Workforce Overall across the region, there was very little evidence of strategic and meaningful workforce planning in relation to learning disability services. Worcester and Shropshire were able to share worked up strategies. However these strategies have yet to demonstrate effective implementation and delivery in the localities. Furthermore, the evidence of workforce plans highlighting evidence of PSA 16; supporting people with Learning Disabilities to access employment, education and training opportunities, where virtually non existent and requires additional focus for 2010/11. Offender Health From the returns there was limited evidence of localities working to address the health needs of offenders with a learning disability in prisons and in the community. There was little reference to local plans to address the recommendations of recent Lord Bradley Review. Although, Coventry, Dudley, Solihull and Shropshire highlighted plans and systems in place to address issues of offender health. There is a need to develop approaches along the whole learning disability offender health care pathway systematically and not as ‘an add on’ to the existing system. This is a challenging area, requiring collaboration of key agencies and a priority area for 2010/11.
SAF Presentation July 2010
“Learning from Good Practice in Health Services for
people with Learning Disabilities across the
Health & Social Care Engagement Lead
for Learning Disability, NHS West
Service User Consultant,
Wolverhampton City PCT
• Why am I a Service User Consultant?
• What did I do in the Self Assessment
• What have I got out of being
Self Assessment Framework
in the West Midlands, 2009/10
Health & Social Care Engagement
Lead for Learning Disability, NHS
The Self Assessment Framework (SAF)
• The government and the people
who work in the NHS know that
Health Services need to get
better for people with Learning
• The idea of the SAF was for
each area to look at their health
services for people with learning
disabilities and find out:
– What the good things were
– What needed to get better
How are the West Midlands doing?
At the end of March, each district handed
in their Self Assessment Framework.
After this a team of people from each
area came to speak with us about their
Now we are here to show you what we
found out in our report.
We would also like to talk about the “Peer
Review” process, which will follow on from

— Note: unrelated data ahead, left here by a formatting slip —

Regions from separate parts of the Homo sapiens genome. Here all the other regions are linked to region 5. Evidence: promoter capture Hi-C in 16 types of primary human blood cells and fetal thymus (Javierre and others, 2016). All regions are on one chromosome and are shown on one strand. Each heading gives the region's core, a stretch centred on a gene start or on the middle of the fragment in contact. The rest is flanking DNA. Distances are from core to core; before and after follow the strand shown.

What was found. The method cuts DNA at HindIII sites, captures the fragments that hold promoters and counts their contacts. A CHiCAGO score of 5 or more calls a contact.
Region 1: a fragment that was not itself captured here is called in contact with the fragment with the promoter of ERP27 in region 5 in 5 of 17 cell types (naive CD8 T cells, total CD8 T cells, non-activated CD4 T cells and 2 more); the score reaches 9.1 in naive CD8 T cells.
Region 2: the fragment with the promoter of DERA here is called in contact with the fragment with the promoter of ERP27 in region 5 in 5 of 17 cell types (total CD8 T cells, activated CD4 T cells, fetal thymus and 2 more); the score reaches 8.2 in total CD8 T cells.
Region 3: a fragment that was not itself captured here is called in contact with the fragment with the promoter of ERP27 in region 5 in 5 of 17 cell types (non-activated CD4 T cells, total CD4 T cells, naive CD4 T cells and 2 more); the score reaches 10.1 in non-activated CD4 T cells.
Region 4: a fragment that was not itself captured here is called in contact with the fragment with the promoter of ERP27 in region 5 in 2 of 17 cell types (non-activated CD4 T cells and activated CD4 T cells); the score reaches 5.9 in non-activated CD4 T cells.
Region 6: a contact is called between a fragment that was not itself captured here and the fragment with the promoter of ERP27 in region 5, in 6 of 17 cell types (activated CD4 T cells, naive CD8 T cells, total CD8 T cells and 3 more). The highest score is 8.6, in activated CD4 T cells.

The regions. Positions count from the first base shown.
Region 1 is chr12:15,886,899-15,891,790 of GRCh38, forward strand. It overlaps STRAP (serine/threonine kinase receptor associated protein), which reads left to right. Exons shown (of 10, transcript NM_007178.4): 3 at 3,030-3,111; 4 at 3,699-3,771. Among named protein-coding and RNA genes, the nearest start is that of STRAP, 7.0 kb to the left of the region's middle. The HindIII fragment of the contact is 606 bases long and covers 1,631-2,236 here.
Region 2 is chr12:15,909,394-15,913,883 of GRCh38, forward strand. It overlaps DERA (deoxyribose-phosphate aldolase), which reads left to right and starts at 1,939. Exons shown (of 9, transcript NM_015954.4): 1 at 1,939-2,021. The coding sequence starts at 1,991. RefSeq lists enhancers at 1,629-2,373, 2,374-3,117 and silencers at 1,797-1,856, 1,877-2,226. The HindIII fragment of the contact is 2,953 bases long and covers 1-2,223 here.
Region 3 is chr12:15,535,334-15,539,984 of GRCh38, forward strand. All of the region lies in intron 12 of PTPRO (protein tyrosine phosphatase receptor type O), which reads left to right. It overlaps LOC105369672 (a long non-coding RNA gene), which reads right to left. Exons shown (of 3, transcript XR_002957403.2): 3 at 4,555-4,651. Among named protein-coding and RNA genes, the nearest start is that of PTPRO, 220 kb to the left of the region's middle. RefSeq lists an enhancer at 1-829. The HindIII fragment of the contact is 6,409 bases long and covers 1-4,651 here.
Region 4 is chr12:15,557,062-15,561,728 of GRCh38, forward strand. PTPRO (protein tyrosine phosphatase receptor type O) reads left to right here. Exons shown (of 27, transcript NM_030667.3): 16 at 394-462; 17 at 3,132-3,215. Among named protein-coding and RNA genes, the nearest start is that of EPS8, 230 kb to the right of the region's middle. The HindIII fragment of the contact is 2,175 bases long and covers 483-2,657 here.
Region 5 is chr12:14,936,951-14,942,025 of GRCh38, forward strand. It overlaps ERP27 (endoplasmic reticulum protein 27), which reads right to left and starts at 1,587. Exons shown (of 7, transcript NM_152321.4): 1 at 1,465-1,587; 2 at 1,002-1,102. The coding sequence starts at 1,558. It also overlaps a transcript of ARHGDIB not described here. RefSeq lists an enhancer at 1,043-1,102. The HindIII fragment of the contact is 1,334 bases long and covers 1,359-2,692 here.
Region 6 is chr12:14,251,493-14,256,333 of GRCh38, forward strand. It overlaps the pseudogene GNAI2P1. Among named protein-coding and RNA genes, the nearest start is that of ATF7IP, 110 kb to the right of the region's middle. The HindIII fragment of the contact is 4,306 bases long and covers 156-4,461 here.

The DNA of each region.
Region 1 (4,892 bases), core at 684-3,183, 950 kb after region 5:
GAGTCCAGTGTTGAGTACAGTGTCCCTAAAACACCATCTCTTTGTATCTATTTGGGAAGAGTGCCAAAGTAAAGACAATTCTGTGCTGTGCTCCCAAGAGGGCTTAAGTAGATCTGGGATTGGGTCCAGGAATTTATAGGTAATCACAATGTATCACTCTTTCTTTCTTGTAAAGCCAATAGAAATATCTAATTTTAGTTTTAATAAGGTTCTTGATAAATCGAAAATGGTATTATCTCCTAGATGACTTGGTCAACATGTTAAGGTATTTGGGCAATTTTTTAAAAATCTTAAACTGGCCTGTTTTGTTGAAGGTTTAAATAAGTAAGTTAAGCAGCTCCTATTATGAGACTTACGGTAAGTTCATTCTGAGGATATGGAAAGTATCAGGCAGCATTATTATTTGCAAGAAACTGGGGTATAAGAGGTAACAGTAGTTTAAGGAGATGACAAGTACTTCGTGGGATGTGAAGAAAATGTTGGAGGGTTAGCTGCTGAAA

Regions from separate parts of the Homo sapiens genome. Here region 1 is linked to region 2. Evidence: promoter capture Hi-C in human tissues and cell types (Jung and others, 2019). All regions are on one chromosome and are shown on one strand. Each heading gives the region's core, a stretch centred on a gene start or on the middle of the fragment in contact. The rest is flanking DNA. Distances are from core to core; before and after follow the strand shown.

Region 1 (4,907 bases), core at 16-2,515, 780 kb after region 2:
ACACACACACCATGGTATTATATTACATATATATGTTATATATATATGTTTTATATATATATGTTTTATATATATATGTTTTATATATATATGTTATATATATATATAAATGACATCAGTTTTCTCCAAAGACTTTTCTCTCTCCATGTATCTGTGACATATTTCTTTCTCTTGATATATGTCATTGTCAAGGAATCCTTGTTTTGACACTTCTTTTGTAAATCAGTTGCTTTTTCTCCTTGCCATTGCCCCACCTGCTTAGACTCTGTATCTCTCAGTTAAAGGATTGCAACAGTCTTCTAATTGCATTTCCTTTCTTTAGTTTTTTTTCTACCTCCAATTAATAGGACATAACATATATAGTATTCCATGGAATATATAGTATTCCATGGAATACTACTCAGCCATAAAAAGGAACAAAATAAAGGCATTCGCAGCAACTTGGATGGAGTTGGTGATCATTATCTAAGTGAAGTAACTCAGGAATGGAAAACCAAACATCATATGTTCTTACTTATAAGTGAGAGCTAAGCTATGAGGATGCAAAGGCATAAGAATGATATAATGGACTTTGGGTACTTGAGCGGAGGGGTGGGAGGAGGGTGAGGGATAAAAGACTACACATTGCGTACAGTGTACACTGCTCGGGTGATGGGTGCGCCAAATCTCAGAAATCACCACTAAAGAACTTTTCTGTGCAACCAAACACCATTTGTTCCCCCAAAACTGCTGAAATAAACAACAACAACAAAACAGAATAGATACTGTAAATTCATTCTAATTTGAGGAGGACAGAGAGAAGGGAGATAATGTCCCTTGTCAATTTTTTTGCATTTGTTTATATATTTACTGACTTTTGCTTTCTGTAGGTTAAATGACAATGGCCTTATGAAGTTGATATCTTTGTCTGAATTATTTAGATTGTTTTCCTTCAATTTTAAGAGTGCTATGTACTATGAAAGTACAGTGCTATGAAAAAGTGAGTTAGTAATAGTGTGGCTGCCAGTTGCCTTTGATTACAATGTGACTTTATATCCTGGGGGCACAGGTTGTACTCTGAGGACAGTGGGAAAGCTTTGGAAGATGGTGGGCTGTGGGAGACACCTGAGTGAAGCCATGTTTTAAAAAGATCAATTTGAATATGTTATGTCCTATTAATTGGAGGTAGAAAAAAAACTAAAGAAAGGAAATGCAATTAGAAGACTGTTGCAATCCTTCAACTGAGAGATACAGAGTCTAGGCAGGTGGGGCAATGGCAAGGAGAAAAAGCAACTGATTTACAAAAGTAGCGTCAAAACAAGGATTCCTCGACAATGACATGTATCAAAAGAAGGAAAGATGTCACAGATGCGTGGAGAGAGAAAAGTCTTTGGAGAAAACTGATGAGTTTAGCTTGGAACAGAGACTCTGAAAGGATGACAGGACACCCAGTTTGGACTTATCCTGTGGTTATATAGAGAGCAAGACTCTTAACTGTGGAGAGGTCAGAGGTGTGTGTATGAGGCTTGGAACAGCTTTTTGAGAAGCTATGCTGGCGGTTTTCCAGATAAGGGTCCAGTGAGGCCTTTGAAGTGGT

the Self Assessment Framework.
The Report of the SAF
We will now show you:
• A “RAG” rating for each area – which
means “Red, Amber and Green” – to
show how each region is doing.
(Red does not mean it is bad or dangerous, it
shows a district has started to do things to
improve health services, but there is still more
• Information on the 4 Top Targets –
showing the main things that we found.
A Reminder of the Top Targets
Make sure campus homes are closed by 2010 and
that people who lived in long stay hospitals have
2. Health Inequalities
Make sure people with learning disabilities can
use the same health services, and get as good a
service, as everyone else.
Make sure people are safe in our health services
and that the service is learning from mistakes in
4. Valuing People Now objectives
Make sure we are doing the things that Valuing
People Now says will help people’s health.
Top Target 1: Campus
• The target is to close all campuses by
• 5 districts still have people living in campus.
• Areas have plans in place to meet the target by
• 2 areas have re-thought plans to close by
Out of Area
• There are big differences between districts in
the numbers of people who are placed out of
• There are also differences in the plans to
Top Target 2: Health Inequalities
Acute liaison nurse/officer posts
• Some districts had good models of joint working
through an Acute Liaison Nurse/Officer post.
• It is strongly recommended that each area should
establish a post for an Acute Liaison nurse or
Black and Ethnic Minority Groups (BME)
• There was some good practice in the region on
work being done to identify people from minority
groups and their carers.
• But the region needs to do more to improve the
planning and delivery of services to people from
ethnic minority groups.
Top Target 2: Health Inequalities
Profound/ Multiple Learning Disabilities (PMLD)
• Some areas showed good work to support this